You can improve your athletic performance by using your hot tub both before and after you exercise:
Before You Exercise. Soaking in a hot tub before exercising relaxes your body and loosens muscles, making exercise easier and reducing the risk of injury. A pre-exercise soak will also help improve performance. In fact, some golfers swear it has actually taken a couple of strokes off their game.
After You Exercise. Soaking in a hot tub after exercising is a great way to wind down and relax your muscles. The hot, swirling water embraces you . . . massaging your neck, shoulders, arms, back, thighs, calves, and feet. But most importantly, hot tub use after you exercise will greatly reduce or even eliminate the stiffness typically felt the next day.
Note: If you have a sports injury, consult with your physician before using a hot tub. It is often necessary to treat swollen areas with cold first. You doctor will likely advise you to avoid hot water until swelling of an injury has subsided. When the swelling is gone, the massaging action of a hot tub will generally help speed the healing process.
These days, we are all running in different directions, and sometimes we’re lucky if we see our spouse or kids for ½ hour before bedtime. Many families don’t even have time to eat together. However, families that have hot tubs find that it brings everyone together like nothing else can. You’d be surprised how much your kids suddenly love hanging out with you when there’s a hot tub involved!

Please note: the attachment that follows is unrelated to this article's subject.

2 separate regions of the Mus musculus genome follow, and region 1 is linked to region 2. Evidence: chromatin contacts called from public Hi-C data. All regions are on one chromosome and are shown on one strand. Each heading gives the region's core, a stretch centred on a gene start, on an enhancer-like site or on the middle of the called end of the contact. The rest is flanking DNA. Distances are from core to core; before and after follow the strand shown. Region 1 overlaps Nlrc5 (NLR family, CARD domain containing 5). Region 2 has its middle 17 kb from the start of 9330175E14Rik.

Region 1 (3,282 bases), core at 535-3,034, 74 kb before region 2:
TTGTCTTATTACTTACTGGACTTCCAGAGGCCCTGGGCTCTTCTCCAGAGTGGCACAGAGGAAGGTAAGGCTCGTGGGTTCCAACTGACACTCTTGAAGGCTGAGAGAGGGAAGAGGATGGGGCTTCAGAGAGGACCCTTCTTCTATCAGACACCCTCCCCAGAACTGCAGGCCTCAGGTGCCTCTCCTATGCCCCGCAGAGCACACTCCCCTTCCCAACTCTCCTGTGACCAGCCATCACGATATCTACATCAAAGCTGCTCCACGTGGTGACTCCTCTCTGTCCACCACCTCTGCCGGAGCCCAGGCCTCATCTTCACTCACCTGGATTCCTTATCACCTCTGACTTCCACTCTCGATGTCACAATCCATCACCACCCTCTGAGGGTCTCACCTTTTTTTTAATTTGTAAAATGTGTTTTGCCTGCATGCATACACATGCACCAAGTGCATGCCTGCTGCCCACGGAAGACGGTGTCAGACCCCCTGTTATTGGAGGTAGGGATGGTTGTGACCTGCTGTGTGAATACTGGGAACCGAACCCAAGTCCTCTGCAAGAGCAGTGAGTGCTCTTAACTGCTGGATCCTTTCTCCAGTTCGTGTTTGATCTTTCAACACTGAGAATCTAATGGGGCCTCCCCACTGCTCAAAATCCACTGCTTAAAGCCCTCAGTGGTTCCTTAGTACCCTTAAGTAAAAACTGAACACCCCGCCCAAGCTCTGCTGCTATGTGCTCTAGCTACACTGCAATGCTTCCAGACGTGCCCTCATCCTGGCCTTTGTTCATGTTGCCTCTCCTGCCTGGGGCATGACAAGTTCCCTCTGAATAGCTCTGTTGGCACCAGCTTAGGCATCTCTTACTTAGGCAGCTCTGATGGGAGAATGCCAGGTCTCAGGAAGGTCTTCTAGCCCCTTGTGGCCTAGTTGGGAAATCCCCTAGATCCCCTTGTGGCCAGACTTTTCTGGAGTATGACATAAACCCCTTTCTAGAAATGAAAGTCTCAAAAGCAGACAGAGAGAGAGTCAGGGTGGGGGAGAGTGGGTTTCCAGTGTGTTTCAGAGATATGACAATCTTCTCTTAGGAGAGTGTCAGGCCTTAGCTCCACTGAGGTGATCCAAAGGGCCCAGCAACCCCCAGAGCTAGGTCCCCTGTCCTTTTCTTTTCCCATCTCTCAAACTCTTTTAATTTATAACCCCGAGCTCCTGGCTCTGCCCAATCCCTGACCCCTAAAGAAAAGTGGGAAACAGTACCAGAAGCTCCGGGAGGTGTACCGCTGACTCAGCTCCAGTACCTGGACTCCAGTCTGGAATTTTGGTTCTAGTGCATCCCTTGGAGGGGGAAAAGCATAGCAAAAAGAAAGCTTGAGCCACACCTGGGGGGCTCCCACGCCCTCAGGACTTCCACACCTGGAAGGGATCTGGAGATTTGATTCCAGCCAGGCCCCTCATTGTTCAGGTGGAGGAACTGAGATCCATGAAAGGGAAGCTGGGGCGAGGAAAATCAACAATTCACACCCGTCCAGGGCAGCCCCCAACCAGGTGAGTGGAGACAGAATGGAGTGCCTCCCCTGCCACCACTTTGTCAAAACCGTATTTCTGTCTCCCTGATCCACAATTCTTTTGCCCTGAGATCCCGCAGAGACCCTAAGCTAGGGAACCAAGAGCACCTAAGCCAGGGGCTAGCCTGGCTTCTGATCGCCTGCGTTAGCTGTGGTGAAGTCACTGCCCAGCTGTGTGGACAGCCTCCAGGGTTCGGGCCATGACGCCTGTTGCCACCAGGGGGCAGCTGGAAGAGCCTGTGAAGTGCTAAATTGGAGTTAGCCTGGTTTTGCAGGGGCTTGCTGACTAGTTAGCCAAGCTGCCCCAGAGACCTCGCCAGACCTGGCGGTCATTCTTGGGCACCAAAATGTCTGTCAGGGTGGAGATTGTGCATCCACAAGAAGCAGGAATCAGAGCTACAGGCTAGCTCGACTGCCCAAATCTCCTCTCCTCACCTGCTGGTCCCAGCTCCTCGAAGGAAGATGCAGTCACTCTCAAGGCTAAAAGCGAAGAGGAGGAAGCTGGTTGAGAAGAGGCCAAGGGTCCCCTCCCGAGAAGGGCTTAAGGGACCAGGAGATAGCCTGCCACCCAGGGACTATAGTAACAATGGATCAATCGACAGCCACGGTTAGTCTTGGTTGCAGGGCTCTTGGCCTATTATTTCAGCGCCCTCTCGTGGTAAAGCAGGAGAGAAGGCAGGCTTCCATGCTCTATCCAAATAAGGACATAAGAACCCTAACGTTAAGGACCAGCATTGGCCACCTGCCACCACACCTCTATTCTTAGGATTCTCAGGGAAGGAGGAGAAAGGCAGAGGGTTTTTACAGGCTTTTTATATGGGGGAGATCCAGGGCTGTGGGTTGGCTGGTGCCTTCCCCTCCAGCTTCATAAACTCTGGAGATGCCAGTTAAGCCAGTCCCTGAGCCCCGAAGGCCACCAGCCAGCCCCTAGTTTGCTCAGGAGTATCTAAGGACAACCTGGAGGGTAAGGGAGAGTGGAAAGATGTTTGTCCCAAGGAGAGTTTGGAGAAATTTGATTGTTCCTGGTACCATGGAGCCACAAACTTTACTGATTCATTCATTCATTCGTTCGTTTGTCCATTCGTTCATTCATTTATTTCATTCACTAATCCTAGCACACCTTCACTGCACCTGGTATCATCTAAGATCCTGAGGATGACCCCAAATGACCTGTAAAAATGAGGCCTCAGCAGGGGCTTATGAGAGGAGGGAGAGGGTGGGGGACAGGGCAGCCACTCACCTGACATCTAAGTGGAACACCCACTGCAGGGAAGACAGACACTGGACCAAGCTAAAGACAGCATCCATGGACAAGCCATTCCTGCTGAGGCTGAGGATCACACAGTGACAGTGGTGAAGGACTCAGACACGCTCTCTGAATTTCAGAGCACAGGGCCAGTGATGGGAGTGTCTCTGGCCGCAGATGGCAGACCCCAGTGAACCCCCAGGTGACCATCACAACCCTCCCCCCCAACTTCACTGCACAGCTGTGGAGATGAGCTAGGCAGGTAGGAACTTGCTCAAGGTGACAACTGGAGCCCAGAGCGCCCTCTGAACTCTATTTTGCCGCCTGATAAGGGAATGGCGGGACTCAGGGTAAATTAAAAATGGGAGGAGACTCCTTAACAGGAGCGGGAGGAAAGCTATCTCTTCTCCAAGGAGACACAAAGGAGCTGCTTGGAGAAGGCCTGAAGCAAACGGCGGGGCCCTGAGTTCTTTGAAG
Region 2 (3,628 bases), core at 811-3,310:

And what about when the kids go to bed? Wouldn’t you rather soak in a hot tub with your spouse than to sit on the couch and watch TV? Remember – no couple ever had an argument in a hot tub!
Then there’s those times where you just want to shut the entire world off and empty out your brain. Imagine escaping to your backyard at night, by yourself, and just soaking the stress away, while you stare up at the stars? We promise, you’ve never experienced anything like it.
- Heat dilates blood vessels to increase blood flow to sore or damaged tissue.
- Buoyancy reduces body weight by 90%, relieving pressure on joints and muscles.
- Massage works to relax muscles and relieve pressure on nerves.
Numerous independent studies have proven that a warm water massage stimulates the release of endorphins, the body's natural “feel good” chemical. Your hot tub will enhance your sense of well being, and leave you feeling fresh, clean, and ready to tackle life’s daily challenges.